Nobel prize-winning rights advocate Leymah Gbowee has quit her post in Liberian President Ellen Johnson-Sirleaf’s government, criticising her fellow laureate for corruption and nepotism, her spokesman said on Monday.
Gbowee and Johnson-Sirleaf, Africa’s first freely elected female head of state when she came to power in 2005, were named joint winners of the Nobel Peace Prize in 2011 for their work promoting peace in Liberia.
Gbowee, who helped Johnson-Sirleaf get reelected to a second term last year, is credited with helping to end Liberia’s civil war by organising ‘sex strikes’ among the wives of fighters.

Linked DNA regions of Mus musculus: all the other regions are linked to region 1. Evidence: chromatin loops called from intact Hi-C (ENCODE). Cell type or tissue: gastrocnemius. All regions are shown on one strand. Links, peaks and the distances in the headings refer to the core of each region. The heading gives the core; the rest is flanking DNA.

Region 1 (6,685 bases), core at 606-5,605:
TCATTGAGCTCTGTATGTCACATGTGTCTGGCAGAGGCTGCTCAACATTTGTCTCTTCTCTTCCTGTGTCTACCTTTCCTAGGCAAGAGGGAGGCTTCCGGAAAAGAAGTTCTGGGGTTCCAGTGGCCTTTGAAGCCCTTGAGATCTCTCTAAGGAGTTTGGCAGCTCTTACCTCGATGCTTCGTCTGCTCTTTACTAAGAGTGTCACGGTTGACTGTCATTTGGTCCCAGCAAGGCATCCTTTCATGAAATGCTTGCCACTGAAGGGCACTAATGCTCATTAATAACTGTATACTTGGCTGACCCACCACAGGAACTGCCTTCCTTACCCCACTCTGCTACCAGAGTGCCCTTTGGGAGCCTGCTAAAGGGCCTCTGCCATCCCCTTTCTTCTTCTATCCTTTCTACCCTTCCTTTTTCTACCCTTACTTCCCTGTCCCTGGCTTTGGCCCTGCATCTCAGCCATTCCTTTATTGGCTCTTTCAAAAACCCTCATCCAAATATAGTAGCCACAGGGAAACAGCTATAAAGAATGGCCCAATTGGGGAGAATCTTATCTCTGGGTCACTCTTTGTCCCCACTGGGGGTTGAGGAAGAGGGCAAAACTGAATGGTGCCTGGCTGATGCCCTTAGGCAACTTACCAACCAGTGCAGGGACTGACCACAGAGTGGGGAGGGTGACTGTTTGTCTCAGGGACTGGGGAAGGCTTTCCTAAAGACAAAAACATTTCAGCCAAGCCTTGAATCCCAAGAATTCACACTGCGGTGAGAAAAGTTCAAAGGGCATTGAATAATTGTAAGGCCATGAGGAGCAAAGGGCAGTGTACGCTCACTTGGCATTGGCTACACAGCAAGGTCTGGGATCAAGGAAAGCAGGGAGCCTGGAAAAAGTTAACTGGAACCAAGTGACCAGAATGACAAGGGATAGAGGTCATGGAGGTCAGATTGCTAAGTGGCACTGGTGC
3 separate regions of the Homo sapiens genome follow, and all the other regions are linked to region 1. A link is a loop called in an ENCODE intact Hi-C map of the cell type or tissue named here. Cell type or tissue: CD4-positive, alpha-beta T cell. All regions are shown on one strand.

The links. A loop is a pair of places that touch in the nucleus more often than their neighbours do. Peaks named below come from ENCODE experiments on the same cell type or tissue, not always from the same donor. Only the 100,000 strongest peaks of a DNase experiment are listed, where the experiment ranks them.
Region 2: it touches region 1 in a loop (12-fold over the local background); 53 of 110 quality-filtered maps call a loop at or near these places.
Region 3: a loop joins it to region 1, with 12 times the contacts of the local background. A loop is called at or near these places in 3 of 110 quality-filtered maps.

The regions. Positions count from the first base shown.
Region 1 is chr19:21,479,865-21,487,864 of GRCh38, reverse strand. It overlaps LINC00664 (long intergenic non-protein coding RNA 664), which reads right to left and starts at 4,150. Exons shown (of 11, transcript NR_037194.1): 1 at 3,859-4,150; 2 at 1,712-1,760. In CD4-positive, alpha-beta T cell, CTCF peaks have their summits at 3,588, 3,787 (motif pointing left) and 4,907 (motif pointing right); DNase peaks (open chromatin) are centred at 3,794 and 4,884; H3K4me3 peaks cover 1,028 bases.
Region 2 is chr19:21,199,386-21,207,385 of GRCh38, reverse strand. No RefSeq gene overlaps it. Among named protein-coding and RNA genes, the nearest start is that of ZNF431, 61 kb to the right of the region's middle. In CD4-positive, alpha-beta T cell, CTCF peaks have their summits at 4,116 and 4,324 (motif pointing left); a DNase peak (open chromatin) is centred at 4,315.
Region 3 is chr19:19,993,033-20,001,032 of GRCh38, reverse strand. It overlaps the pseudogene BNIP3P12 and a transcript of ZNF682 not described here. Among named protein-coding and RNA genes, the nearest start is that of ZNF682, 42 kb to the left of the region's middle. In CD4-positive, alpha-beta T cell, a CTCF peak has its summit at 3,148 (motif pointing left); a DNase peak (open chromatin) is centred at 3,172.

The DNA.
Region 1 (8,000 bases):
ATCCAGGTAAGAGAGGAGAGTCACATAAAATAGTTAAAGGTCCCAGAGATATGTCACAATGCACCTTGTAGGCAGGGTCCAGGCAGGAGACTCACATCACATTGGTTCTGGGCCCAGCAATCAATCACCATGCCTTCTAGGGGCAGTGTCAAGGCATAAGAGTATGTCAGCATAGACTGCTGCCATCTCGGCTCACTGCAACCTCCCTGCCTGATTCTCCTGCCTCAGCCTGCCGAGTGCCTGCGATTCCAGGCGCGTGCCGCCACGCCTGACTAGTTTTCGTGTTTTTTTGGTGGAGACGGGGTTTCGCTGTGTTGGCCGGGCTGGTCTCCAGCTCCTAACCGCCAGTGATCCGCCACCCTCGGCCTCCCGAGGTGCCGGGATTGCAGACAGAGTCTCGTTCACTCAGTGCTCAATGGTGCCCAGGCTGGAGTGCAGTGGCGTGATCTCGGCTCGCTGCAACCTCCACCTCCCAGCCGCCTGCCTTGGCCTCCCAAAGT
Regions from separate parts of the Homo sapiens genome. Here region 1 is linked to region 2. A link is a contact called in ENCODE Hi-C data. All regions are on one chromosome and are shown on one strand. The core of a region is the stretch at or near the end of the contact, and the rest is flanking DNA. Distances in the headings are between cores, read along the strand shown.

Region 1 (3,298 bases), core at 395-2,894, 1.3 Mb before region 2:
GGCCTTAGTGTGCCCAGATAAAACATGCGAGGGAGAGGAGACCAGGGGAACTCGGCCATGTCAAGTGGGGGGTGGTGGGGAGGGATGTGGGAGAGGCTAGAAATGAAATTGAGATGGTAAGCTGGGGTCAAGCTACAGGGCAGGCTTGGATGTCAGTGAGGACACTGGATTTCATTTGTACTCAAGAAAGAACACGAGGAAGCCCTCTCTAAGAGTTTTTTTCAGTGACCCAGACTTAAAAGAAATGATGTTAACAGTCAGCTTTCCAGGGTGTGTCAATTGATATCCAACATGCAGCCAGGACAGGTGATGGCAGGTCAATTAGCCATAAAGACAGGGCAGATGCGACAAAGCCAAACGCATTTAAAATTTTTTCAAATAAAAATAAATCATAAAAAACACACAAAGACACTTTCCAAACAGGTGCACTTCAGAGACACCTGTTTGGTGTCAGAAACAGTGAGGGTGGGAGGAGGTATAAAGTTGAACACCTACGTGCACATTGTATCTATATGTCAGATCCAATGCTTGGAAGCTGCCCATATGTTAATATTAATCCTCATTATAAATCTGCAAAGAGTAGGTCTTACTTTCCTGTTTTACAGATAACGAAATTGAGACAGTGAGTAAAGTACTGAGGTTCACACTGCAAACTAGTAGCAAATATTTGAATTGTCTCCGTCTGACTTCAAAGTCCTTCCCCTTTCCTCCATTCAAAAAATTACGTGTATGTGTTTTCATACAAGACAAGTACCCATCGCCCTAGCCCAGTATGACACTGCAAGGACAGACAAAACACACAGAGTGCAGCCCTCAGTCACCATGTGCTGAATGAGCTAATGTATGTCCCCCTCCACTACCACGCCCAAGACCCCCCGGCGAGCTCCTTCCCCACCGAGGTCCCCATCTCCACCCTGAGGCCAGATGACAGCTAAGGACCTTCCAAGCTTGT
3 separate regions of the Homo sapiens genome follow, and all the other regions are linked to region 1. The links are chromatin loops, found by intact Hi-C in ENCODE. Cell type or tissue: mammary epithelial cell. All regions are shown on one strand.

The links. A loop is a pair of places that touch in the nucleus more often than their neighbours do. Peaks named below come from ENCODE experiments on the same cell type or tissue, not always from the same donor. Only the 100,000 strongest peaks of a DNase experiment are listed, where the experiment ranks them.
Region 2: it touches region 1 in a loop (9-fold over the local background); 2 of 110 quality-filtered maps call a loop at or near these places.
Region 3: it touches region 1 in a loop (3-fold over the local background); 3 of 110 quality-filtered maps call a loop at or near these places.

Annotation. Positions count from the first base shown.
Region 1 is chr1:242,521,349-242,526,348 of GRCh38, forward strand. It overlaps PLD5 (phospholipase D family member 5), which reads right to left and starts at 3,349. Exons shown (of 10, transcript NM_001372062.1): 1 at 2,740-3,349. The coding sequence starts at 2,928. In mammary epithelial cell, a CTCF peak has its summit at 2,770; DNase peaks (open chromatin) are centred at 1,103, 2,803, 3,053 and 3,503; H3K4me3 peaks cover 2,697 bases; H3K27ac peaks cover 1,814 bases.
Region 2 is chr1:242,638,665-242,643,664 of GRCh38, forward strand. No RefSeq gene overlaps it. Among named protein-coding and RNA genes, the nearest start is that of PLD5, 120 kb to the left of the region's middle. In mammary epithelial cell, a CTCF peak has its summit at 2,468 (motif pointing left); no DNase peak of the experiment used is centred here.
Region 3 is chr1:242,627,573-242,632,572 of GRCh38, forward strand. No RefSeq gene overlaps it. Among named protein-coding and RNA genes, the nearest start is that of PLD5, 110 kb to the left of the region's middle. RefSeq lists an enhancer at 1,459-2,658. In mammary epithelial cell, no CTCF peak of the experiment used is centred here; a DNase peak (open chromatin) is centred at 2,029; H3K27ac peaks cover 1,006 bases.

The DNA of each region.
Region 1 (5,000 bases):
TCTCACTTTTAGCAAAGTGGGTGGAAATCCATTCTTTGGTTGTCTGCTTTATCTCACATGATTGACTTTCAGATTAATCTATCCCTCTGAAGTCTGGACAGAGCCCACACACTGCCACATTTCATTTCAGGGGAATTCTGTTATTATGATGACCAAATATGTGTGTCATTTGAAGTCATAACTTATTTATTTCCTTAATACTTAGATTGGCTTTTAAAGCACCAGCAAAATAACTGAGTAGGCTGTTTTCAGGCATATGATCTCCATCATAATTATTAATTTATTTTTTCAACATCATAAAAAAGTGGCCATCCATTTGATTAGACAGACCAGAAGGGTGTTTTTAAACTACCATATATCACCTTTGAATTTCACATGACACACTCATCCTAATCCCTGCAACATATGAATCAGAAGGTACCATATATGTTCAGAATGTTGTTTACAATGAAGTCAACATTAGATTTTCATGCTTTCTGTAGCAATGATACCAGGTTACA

She had been serving as head of Liberia’s Peace and Reconciliation Commission.
Omecee Johnson said that Gbowee resigned over concerns Johnson-Sirleaf had failed to root out corruption and nepotism in her government, but he declined to elaborate.